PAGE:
Day 2 of #31DaysWithIgnatius


#day2of31withIggy: The #sun is setting on 2 July 2016; Election Day in#Australia. This goes out with a #prayer for peace, for guidance and adherence to the #HolySpirit; indeed the good spirits that #StIgnatius teaches us about following, under the banner of #Christ.

The right to #vote is something I take seriously, and something I am so grateful for, since so many in the world are denied a voice for effective change. I bring to mind the #asylumseekers and#refugees who’ve ran from their homelands to seek a safe haven in Oz, especially those locked up and denied#freedom. May God rouse our leaders to compassion, righteousness and love under the values of all that is holy and good. Ad majorem Dei gloriam.

#31dayswithIgnatius #findingiggy#IgnatianSpirituality #spex #fcjasau #fcj#sunset #nature #phonephotography#nofilter #amdg


In celebration of Ignatian Spirituality, and to mark the feast of St Ignatius of Loyola (31 July), I have taken on the challenge of posting a picture a day that speaks to me of the lessons learned from all things ‘Ignatian’. Here it is, as posted on Instagram (@fcjAustralia).

Day 1 of #31DayswithIgnatius

In celebration of Ignatian Spirituality, and to mark the feast of St Ignatius of Loyola (31 July), I have taken on the challenge of posting a picture a day that speaks to me of the lessons learned from all things ‘Ignatian’. Here it is, as posted on Instagram (@fcjAustralia):


#day1of31withiggy: One of the first things I learnt about Ignatian spirituality was the gift of #noticing. Yesterday I noticed this tiny #leaf on the ground, dotted with #raindrops. I lost some trying to pick up said leaf, but was still able to delight in its wonder.

10 Ideas for Lent

Our friends at have compiled a list of ten ways you could choose from to deepen your Lenten journey.

As we begin with Ash Wednesday, a heartfelt wish and blessing to each one of you. May God enter your lives and may your hearts be close to God.

10 Ideas for Lent


News: My Image of the Sacred Heart

To me, that an organ such as the human heart can be both pierced and alive at the same time is nothing short of a miracle. | Geralyn Anderson

Read the full article at: dotMagis, the blog of

The Shared Work of Friendship

It was Aristotle who observed that authentic friendship had to begin with shared work toward the good. | Tim Muldoon

What might this mean? Friendship, authentic friendship, indeed love, has to be founded on the basis of shared work toward the good. The emphasis on the nature of things shared is an important qualification, since sharing requires among other virtues, that of humility. In sharing, we say to the other, “I entrust to you, a part of what I have,” because to hold on and to keep for oneself is just that – for oneself only. How often we observe in children this dynamic at work when we encourage them to share! Some give happily, letting what they have go to another, trusting that the toy or object will return to them. Others more reluctantly cling on to the object, afraid that if they give up what they have, it’ll be lost from them forever. Learning to share is a lifelong task of refinement that also requires patience.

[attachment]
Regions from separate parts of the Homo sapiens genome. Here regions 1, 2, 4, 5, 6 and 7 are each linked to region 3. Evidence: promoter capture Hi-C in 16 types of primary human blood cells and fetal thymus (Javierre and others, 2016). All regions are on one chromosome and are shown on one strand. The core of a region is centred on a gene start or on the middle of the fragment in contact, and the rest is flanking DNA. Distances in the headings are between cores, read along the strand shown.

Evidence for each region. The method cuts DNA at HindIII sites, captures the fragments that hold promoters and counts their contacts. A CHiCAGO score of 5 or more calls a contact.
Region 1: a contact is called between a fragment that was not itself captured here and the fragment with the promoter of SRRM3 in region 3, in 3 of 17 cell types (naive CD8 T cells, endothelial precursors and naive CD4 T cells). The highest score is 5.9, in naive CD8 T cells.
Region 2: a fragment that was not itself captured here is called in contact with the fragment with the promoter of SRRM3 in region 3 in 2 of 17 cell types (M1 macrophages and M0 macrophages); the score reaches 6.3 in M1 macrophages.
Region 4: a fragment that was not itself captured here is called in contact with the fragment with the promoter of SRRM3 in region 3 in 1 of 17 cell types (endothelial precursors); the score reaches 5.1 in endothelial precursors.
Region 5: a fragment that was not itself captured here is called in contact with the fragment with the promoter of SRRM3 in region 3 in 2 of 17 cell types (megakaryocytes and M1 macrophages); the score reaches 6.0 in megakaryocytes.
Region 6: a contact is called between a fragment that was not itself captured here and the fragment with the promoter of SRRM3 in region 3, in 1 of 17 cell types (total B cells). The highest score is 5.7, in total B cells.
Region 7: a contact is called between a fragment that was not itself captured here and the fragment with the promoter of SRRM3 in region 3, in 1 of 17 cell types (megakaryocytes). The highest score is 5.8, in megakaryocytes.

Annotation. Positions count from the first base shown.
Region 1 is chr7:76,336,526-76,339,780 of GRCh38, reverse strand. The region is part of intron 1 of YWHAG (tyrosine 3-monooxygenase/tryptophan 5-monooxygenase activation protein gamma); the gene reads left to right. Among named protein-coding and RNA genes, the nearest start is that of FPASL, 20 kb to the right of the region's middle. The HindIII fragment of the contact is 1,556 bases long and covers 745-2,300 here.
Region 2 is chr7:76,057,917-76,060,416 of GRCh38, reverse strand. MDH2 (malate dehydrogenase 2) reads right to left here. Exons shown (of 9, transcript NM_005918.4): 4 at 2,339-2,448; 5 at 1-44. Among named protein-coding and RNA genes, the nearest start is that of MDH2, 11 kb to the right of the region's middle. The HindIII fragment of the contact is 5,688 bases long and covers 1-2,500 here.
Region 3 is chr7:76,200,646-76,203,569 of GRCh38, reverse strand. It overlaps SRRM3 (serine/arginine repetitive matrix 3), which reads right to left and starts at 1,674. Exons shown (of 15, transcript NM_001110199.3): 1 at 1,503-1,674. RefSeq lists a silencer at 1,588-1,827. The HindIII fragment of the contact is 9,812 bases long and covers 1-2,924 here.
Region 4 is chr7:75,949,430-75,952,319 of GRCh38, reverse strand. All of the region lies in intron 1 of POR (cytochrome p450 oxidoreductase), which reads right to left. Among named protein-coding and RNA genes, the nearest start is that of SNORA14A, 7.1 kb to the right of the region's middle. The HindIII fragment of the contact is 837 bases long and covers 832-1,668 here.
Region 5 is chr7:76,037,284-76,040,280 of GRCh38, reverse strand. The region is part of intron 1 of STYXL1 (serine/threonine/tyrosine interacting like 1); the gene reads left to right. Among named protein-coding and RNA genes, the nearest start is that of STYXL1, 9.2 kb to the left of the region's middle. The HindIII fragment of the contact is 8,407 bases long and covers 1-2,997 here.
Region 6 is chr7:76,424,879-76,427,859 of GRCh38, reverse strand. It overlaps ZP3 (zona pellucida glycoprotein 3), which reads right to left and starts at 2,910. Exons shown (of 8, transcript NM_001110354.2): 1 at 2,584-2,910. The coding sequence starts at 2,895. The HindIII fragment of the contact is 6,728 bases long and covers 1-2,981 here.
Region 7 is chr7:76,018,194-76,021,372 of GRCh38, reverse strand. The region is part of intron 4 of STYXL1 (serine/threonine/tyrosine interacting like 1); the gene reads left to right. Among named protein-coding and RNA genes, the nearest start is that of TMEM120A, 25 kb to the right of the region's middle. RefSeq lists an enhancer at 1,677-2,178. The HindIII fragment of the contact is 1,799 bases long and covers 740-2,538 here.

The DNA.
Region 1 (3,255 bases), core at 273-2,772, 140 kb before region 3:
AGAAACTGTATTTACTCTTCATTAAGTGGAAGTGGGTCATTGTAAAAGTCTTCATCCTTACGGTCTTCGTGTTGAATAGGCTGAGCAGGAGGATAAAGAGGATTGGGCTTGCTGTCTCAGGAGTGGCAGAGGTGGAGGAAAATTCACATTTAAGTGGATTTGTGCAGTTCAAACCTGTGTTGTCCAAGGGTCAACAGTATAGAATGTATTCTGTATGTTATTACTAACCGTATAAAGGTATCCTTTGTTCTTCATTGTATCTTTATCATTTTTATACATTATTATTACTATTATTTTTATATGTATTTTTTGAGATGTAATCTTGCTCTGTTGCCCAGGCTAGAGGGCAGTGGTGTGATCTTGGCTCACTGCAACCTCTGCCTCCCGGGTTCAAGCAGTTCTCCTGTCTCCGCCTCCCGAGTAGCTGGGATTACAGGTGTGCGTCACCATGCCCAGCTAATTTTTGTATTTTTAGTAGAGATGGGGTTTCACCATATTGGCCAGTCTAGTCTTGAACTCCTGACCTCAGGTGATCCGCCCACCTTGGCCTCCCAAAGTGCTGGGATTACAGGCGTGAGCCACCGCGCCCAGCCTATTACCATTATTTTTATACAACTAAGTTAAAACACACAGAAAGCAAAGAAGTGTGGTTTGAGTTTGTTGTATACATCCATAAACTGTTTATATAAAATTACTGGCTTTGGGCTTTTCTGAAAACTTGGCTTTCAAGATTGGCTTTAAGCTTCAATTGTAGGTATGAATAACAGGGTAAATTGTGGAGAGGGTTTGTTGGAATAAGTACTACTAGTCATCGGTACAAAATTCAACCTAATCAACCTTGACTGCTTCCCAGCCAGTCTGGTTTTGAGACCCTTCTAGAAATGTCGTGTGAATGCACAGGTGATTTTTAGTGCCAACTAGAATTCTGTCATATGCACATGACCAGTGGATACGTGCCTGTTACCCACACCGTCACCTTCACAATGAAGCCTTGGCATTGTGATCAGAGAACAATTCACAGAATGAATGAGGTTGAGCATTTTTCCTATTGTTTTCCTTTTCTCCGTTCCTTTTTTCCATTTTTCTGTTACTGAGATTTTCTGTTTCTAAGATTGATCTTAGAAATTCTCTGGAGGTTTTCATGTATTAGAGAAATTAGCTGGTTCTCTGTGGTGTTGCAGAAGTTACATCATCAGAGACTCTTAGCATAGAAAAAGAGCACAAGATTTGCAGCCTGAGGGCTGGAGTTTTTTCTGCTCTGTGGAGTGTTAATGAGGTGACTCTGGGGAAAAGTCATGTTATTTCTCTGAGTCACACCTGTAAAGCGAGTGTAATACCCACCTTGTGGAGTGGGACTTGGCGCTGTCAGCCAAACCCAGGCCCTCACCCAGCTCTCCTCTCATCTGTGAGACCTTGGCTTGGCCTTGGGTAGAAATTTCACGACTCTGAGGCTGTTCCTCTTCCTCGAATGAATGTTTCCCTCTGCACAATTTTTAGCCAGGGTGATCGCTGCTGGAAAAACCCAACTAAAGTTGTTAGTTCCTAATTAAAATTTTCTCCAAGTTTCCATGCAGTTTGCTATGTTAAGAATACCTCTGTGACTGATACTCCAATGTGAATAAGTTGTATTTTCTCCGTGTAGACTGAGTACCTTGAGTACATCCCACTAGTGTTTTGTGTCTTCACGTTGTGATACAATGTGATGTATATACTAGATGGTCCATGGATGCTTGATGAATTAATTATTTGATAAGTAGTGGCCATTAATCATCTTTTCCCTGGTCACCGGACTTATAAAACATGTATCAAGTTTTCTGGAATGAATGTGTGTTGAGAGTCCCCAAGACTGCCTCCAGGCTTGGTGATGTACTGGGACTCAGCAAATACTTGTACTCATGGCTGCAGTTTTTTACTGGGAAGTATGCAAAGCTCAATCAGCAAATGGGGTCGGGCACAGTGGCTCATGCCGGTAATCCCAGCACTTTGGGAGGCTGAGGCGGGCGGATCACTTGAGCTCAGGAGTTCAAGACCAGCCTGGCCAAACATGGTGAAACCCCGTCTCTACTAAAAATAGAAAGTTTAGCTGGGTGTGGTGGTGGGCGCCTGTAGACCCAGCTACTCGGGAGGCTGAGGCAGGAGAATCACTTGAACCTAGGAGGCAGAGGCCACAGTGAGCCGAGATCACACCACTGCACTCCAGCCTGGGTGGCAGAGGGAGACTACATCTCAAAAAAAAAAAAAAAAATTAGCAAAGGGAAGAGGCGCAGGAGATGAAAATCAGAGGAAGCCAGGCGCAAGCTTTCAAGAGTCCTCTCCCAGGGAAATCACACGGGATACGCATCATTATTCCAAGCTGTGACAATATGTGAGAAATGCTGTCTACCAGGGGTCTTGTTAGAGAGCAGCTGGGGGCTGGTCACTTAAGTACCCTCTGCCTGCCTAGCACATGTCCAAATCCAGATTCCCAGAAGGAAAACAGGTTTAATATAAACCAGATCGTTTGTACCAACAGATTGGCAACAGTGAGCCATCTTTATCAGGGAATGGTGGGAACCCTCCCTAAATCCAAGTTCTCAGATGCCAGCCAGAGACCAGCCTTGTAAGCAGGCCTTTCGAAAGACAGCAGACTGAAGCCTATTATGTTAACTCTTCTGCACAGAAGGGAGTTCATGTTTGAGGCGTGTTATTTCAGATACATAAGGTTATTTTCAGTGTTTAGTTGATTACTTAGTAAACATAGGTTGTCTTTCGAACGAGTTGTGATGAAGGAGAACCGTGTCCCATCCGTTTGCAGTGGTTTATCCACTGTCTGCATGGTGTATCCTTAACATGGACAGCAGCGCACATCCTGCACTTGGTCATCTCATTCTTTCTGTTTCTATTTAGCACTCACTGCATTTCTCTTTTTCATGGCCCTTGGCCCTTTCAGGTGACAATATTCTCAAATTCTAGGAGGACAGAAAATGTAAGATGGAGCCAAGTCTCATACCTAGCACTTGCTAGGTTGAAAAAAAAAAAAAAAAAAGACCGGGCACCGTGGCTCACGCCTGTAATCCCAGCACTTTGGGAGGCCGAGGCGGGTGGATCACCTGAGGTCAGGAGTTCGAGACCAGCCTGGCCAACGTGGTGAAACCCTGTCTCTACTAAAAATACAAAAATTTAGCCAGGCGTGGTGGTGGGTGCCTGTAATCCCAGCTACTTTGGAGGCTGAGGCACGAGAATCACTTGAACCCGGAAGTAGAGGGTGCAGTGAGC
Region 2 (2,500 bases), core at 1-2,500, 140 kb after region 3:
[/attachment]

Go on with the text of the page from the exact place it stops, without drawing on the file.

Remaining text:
To share is to give a part of oneself to another. Image source: Mom 2 BB Reviews

How might shared work contribute to friendship? To have an aim, a cause, a goal, a desire, a dream or a vision for one’s life or worldview is worthwhile, but to let someone else in on that is to entrust another with a certain care and responsibility for a part of that which is near to you, and a part of you. This, I believe, is what Ignatius wrote, taught and practiced: that love ought to be shown more in deeds than in words. [Spiritual Exercises #230] To let another walk with you in this life, to share in the journey together is indeed an act of friendship and love, as much as is accompanying another. True love works mutually in the exchange of giving and receiving. It is breaking bread with one another.


Loving God, help me to see the good to which I’m called to work. Help me to share in this work, that with the grace of humility I may let go. Give me the courage to say ‘yes’ to you in accompanying another, and the humility to let them accompany me. Help me to enter ever more deeply into your invitation of friendship and love. Amen.

Editor’s note: The rest of Timothy Muldoon’s insight may be found here.

Why Ignatian Spirituality is Appealing for Young People


Timothy Muldoon, professor at Boston College shares his thoughts on why Ignatian spirituality is appealing, but also, helpful for young people.

To paraphrase, Ignatian spirituality is asking the big questions (What do I want in life? Do I have a purpose?) but it is also the practice of asking and the practice of answering these big questions.

“It’s not intellectual,” says Muldoon. “It’s not about ideas. It’s about what you do.”

  • Do you reflect?
    Do you stop?
    Do you really pay attention to people and see them as really other human beings?
    Are you able to name what’s happening when you love someone?
    Are you able to say ‘Why is it that I have a great desire to make art, or write words or music or whatever it is…’?

The Ignatian tradition invites us to answer these questions so we may become more fully who God first desired us to be.